The Works of Sir Thomas Browne: Pseudodoxia epidemica, cont. Hydriotaphia and the Garden of Cyrus (1658) Certain miscellany tracts (1684) A letter to a friend (1690) Posthumous works (1712) Christian morals (1716) Notes on certain birds and fishes found in Norfolk. On the Ostrich. Boulimia centenaria. Upon the dark mist, 27th November 1674. Account of a thunderstorm at Norwich, 1665. On dreams. Observationson Grafting. Corrigenda. Index
G. Richards, 1907
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able according afford ancient animals answering Antiquity beside bird Bishop bodies bones buried butt called CHAP Church colour common commonly conceived concerning consider considerable Country dead death delivered doubt Earth effect expect expression Eyes fall figure fire fish five Flowers Friend Fruit ground grow hand handsome happy hard hath haue head Heaven hold hundred kind King known learned leaves less light live look manner nature noble Norwich observed opinion original pass persons plants present probably reason received remarkable rest Romans Scripture SECT seeds seems seen sense short side sometimes sorts spirits stand Stone surely taken thee thereof things thou thought tion TRACT Translation Tree unto Urnes Virtue whereby wherein whole World
Sida 142 - God, who can only destroy our souls, and hath assured our resurrection, either of our bodies or names, hath directly promised no duration. Wherein there is so much of chance, that the boldest expectants have found unhappy frustration ; and to hold long subsistence, seems but a scape in oblivion. But man is a noble animal, splendid in ashes, and pompous in the grave, solemnising nativities and deaths with equal lustre, nor omitting ceremonies of bravery in the infamy of his nature.
Sida 136 - ... buildings above it, and quietly rested under the drums and tramplings of three conquests : what prince can promise such diuturnity unto his relics, or might not gladly say : Sic ego componi versus in ossa velim ? Time which antiquates antiquities, and hath an art to make dust of all things, hath yet spared these minor monuments.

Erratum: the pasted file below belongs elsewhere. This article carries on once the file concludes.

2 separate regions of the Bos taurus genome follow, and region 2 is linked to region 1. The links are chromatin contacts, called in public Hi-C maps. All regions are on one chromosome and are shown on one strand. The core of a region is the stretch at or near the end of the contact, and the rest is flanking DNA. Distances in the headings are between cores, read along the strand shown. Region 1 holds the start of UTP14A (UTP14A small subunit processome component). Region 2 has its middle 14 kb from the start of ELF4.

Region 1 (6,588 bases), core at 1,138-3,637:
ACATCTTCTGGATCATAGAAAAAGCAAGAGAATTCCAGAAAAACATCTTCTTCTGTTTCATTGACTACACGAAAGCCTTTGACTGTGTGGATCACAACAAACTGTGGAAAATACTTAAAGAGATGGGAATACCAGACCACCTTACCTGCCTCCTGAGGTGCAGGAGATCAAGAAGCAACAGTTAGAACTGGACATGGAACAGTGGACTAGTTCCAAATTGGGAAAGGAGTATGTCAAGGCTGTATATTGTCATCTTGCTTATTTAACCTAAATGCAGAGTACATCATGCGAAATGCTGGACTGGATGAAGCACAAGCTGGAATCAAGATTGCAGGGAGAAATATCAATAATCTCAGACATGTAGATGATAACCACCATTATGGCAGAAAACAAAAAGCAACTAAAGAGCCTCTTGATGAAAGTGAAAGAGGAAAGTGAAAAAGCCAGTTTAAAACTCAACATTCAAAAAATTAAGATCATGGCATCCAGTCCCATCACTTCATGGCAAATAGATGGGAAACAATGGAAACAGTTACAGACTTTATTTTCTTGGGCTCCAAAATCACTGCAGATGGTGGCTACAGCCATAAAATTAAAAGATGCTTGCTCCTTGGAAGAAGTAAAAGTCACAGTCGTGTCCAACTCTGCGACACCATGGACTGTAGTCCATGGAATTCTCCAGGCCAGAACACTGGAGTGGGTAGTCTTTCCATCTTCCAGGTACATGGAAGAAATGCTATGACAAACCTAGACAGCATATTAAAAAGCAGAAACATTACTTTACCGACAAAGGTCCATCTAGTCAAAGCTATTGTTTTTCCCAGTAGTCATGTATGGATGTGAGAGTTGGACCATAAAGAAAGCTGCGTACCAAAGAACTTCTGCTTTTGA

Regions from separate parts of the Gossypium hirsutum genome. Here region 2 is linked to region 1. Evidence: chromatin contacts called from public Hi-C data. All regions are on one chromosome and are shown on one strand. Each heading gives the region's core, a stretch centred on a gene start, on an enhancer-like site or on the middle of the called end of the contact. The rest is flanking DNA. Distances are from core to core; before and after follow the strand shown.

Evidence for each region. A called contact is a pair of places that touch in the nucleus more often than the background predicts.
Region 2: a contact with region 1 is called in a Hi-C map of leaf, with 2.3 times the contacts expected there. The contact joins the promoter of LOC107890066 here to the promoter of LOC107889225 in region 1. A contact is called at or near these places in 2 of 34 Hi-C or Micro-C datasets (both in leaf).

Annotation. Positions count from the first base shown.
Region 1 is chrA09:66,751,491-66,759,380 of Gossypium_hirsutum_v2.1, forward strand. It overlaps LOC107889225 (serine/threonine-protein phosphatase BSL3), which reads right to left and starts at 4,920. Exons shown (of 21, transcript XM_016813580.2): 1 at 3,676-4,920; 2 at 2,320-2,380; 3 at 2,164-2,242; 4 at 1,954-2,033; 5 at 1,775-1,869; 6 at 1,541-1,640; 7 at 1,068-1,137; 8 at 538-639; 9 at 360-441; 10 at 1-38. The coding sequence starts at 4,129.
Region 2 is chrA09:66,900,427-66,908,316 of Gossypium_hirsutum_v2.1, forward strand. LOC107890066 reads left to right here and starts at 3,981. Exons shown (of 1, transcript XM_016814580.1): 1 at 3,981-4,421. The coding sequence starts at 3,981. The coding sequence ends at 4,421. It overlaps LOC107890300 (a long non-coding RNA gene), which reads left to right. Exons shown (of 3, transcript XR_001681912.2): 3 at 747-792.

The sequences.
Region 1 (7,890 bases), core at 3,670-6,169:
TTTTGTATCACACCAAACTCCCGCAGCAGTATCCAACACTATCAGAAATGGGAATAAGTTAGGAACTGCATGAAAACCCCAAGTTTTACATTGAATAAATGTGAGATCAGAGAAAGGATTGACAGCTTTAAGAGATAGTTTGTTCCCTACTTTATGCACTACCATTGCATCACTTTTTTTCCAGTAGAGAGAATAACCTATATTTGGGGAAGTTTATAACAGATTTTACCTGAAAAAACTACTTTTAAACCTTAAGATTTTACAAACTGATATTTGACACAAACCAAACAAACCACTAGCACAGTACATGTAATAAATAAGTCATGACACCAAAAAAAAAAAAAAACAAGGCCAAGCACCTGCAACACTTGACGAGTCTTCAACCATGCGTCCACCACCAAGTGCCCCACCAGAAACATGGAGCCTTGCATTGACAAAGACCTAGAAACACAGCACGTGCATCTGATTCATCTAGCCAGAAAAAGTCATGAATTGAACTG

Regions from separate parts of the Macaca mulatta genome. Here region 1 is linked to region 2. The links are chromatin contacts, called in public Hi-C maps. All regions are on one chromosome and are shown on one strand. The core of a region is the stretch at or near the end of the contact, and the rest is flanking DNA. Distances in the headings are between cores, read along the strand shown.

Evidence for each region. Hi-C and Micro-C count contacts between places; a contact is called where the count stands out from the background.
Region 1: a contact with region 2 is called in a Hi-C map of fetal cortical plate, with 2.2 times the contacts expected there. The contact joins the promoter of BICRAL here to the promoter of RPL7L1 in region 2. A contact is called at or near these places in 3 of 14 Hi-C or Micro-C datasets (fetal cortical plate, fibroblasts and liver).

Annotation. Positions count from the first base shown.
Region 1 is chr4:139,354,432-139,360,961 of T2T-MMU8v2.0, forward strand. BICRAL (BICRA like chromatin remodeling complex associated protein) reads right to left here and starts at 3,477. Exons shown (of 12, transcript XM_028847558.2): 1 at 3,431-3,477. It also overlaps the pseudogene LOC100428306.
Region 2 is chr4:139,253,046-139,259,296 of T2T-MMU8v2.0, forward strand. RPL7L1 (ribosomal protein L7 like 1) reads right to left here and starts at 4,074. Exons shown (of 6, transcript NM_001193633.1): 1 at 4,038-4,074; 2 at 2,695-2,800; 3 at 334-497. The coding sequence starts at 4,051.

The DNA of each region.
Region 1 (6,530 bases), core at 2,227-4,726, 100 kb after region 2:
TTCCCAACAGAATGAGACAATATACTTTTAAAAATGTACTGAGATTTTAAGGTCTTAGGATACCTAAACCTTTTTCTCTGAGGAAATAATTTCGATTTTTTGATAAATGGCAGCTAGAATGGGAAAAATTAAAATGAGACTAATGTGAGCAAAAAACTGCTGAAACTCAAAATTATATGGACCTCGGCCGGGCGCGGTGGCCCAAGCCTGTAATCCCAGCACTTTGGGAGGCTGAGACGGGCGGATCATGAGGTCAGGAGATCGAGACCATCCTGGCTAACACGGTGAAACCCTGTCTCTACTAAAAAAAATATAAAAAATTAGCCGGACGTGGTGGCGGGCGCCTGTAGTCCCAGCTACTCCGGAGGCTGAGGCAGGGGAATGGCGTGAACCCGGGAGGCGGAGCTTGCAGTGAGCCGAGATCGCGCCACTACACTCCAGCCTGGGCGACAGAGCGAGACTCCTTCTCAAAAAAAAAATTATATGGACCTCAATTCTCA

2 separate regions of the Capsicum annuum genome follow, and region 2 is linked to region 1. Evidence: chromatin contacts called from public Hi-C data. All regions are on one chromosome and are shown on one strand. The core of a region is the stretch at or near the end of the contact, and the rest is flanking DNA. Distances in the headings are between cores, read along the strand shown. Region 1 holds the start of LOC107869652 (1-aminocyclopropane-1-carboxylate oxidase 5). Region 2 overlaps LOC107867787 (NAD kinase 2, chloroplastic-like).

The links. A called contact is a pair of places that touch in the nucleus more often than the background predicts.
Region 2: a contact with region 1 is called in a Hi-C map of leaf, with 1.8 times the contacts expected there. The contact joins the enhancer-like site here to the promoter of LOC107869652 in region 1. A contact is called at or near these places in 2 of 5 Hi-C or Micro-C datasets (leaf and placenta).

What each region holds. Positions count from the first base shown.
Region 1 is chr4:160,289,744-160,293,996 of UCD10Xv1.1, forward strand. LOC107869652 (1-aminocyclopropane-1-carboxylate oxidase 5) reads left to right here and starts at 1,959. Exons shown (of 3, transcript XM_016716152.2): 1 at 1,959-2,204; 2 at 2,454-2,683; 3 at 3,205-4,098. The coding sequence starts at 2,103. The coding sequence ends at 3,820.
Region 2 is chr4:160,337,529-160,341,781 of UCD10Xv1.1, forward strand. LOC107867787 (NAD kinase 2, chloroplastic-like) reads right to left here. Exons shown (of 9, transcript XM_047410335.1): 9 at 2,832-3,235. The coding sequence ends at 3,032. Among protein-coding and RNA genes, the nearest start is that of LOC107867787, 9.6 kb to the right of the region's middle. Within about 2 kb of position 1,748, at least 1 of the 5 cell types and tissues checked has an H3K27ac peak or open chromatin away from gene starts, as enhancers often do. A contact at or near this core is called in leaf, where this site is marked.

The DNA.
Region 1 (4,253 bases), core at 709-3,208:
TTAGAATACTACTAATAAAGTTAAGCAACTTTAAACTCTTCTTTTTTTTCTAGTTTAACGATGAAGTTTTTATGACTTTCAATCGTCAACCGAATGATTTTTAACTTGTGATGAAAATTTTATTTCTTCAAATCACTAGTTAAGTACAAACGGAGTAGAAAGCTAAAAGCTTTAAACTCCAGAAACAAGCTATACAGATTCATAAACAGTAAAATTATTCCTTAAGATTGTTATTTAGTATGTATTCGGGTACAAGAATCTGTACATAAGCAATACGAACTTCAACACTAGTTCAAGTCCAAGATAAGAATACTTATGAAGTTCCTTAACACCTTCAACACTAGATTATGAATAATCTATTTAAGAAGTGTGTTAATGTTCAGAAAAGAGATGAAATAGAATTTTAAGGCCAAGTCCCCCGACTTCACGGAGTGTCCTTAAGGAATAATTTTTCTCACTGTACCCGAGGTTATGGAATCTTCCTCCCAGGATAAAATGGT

Sida 139 - Herostratus lives that burnt the temple of Diana, he is almost lost that built it. Time hath spared the epitaph of Adrian's horse, confounded that of himself. In vain we compute our felicities by the advantage of our good names, since bad have equal durations, and Thersites is like to live as long as Agamemnon.
Sida 140 - Oblivion is not to be hired: the greater part must be content to be as though they had not been, to be found in the Register of God, not in the record of man.
Sida 137 - What song the syrens sang, or what name Achilles assumed when he hid himself among women, though puzzling questions, are not beyond all conjecture. What time the persons of these ossuaries entered the famous nations of the dead, and slept with princes and counsellors, might admit a wide solution. But who were the proprietaries of these bones, or what bodies these ashes made up, were a question...
Sida 137 - Had they made as good provision for their names, as they have done for their relics, they had not so grossly erred in the art of perpetuation. But to subsist in bones, and be but pyramidally extant, is a fallacy in duration.
Sida 139 - Gruter, to hope for eternity by enigmatical epithets, or first letters of our names, to be studied by antiquaries, who we were, and have new names given us like many of the mummies, are cold consolations unto the students of perpetuity, even by everlasting languages.
Sida 140 - Darkness and light divide the course of time, and oblivion shares with memory a great part even of our living beings; we slightly remember our felicities, and the smartest strokes of affliction leave but short smart upon us. Sense endureth no extremities, and sorrows destroy us or themselves. To weep into stones are fables. Afflictions induce callosities; miseries are slippery, or fall like snow upon us, which notwithstanding is no unhappy stupidity.